OLIVER —; This year’s grapes were projected to produce one of the best vintages this valley has ever seen. But now there is concern the Testalinden Creek wildfire in Oliver, combined with the thick smoke from the massive Washington wildfires, may have impacted the grapes’ quality.
Road 13’s general manager, Joe Luckhurst, recently sent his grapes to a Vancouver lab to see if his fruit has been contaminated. He says the results came back negative.
“There are certain chemicals that are left behind by the smoke —; that causes what we call smoke taint —; and it’s those chemicals that they’re looking for,” says Luckhurst. “From what we’ve tasted and from tests, it doesn’t look like there’s any smoke taint this year.”
Culmina Family Estate Winery has also done some testing on its grapes.
“We feel like we’ve dodged a bullet, let’s put it that way, it could’ve been much worse,” says co-proprietor Don Triggs.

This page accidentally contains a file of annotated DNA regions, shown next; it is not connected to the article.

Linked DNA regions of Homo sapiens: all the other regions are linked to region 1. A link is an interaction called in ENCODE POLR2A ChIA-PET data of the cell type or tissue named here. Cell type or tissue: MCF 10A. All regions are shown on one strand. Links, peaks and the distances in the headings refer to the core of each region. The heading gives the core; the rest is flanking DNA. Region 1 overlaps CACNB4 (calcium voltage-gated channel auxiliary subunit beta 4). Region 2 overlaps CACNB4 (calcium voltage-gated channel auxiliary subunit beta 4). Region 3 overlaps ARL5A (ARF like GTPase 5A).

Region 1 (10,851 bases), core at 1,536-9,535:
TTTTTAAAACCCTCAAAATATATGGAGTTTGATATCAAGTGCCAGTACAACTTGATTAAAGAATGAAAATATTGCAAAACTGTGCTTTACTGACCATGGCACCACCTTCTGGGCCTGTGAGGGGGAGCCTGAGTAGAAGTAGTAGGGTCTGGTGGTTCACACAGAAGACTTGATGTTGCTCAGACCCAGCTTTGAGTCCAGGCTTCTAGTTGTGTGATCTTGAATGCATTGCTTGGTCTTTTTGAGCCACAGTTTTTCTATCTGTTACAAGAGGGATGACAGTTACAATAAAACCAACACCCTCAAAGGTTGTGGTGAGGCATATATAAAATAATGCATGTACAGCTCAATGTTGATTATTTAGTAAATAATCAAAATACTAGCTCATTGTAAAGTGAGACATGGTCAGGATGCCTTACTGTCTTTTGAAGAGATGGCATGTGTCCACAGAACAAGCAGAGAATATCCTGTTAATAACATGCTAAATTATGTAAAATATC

Triggs says the smoke has mostly lingered at higher elevations and he’s confident his grapes aren’t affected by it.
He says the recent rainfall over the weekend has also helped to wash the ash off.
However, further north along the Golden Mile Bench, Walter Gehringer isn’t as quick to jump to any happy conclusions.
He is Gehringer Brothers Winery’s co-owner and winemaker, and he says the grapes need to be fermented before he would know if they’ve been damaged.
“The reality is smoke will affect wine, and that can’t be removed, if it’s intense enough. Whether we’ve had enough smoke to this date, we won’t know until after we’ve made the wine,” he says.
As harvest gets underway, Gehringer says it would be a shame to find out six weeks later that the smoke has compromised the quality of the wines.
“The potential for harvest is absolutely astronomical, and to lose that now, would be so, so sad.”